My students ask me everyday. When I meet new people, it’s the first question out of their heads. When I Skype my Dad, he still asks me. Every. Single. Time. Why here? Why now? You’re finding yourself, right. Like that book with the movie with Julia Roberts…(This is the point when I tune out and think about something disgusting).
I didn’t just have an amazing job in San Francisco. I had, quite possibly, the best job I could have gotten. Editorial director for one of those free-lunch-and-yoga software companies, in an office overlooking the Bay Bridge. I could work from my super cute apartment, which was a twenty-minute walk away. I could take time off for modeling or volunteer work. Best of all, I could hang out all day with my co-workers, who were in many ways, my family.
At first glance, I could easily be mistaken for a 2.0 post-grad marketing drone with a serious case of Elizabeth Gilbert-esque wanderlust and a penchant for udon. So I understand the constant “Why” question. But it’s even more complicated than that.
I’m not just out of college. I have property, and art, and furniture that is not from Ikea, and I didn’t come here for a guy. I’m not running from the law, an estranged marriage, or a drug debt. So why would a single, thirty-something female pack up her glorious and successful life…to live in Japan? And teach English?
It’s a good question, but there’s no single answer I can pinpoint for you. I can tell you the numbers checked out. Being the hyper-analytical, OCD type (hot, right?) I looked at everything: relocation cost amortization over a minimum of a year, relative cost of living and tax savings, health care savings, personal safety, online management of my investments and property, continued retirement planning if I decided to stay, an exit strategy if I decided to not. It was legit (enough) to make it work. And I’d still see my friends and family over the holidays. But the loss of the job and my beloved work-people? To be honest, I’m not over that, and probably won’t be anytime soon.
On my own blog, I wrote about this move as the need to feel uncomfortable and to remember how lucky I am. Sure I have the usual: crazy relatives, formerly-drug-addicted friends, a bevy of self-obsessed existential crises, but it could be a hell of a lot worse. Anyone who’s traveled outside of an all-inclusive resort knows this. Unlike Gilbert, I don’t need to sift through a pile of emotional wreckage, but there is something being worked out–and it’s not a seven-figure book deal. Flinging myself across the planet is teaching me a valuable lesson. I just don’t know exactly what it is yet.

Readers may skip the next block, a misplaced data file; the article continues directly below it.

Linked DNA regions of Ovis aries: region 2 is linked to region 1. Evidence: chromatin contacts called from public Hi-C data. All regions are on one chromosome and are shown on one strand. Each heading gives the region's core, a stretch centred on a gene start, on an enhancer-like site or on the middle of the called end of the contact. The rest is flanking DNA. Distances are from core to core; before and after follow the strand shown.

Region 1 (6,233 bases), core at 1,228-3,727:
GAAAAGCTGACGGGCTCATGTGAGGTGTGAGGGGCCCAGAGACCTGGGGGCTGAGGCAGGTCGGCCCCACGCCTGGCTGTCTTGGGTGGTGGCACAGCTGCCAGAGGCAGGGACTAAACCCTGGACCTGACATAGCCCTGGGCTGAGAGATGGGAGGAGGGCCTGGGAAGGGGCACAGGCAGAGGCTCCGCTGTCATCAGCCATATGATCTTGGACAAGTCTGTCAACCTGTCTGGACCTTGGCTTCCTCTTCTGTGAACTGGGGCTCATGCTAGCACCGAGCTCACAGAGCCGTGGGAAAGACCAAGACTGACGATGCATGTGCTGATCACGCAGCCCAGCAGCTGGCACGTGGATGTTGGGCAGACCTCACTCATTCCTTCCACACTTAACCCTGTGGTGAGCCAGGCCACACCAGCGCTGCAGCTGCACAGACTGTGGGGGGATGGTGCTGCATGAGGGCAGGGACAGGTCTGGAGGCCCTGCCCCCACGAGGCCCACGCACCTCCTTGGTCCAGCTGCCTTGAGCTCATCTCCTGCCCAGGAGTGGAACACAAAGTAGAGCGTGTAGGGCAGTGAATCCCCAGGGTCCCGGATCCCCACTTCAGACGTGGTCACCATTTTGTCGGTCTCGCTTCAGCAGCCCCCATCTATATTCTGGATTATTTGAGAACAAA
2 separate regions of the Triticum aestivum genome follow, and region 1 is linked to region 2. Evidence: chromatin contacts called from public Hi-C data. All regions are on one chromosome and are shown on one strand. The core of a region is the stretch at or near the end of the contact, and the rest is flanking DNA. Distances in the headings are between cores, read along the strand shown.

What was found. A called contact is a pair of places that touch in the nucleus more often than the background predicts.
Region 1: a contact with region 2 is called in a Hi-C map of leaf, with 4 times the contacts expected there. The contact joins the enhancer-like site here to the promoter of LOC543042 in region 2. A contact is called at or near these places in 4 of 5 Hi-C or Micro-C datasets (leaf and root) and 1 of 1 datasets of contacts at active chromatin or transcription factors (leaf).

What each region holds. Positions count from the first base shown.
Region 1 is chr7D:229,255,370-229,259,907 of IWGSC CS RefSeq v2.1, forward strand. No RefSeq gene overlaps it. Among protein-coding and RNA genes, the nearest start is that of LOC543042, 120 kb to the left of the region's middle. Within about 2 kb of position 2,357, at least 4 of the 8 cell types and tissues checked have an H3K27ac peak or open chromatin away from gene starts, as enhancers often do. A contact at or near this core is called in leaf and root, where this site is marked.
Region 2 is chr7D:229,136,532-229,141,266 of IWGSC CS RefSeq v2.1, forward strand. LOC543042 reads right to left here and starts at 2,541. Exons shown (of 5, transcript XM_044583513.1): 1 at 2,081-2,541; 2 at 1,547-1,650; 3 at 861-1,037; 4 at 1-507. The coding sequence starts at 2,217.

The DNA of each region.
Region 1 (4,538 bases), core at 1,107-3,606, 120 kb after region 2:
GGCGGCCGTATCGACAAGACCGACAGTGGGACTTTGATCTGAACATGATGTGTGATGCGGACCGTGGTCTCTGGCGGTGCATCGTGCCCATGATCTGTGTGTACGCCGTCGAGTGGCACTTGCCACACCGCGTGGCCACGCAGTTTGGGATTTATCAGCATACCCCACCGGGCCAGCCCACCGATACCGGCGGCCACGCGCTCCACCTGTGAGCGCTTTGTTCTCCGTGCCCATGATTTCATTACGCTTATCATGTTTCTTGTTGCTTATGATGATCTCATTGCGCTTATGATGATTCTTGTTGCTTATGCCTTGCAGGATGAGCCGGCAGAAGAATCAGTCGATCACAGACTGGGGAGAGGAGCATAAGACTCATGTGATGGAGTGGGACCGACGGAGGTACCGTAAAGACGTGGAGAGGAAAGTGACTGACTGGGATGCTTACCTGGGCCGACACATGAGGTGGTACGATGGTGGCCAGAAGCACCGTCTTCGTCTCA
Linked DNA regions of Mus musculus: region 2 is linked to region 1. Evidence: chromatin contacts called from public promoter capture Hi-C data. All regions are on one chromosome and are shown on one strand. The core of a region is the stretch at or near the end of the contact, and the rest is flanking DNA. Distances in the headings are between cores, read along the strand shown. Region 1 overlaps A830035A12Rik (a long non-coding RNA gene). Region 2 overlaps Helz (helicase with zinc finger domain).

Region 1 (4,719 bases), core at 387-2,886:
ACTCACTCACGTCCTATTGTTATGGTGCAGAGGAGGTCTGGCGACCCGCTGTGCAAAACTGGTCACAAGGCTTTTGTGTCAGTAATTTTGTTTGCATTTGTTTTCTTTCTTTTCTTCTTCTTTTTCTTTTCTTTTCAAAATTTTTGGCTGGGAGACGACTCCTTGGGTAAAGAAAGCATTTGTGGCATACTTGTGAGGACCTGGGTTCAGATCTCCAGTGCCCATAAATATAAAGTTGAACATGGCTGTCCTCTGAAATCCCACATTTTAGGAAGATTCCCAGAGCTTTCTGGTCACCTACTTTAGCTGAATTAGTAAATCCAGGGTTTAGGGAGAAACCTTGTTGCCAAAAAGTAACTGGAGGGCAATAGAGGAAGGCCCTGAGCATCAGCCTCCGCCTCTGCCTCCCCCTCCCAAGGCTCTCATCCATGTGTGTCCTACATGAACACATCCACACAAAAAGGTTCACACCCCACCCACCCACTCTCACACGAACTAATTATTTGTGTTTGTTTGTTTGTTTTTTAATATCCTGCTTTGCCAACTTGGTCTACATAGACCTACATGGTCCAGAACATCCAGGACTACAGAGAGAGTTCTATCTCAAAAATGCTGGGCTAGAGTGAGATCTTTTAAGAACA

If you’re reading this from outside of Japan, and you’re seriously thinking about making the move. Stop analyzing and do it. Do it now. Do it before you give yourself yet another stack of excuses why you shouldn’t. It’s a worn saying, but there are always going to be reasons not to make a huge life change. And you already know most of those reasons are bullshit. So many take far greater chances in their lives to experience something different– maybe amazing, maybe horrible– but the worst thing for me would be to stay put just because I told myself I couldn’t do it “right now. Maybe next year.” Risk now. Prepare for the worst, and then place yourself directly in a position to either succeed or fail. Find out what happens.
Years from now, when I’m a powdery, purple-haired, thrice-divorced widow, I want to look back and feel like I did something, not because I had to, or was expected to, but because I really wanted to. And I guess I’m betting that this purposeful discomfort will indeed remind me of how lucky I am, and it will indeed be worth the sacrifices I’ve made. No spreadsheet in the world can reconcile that.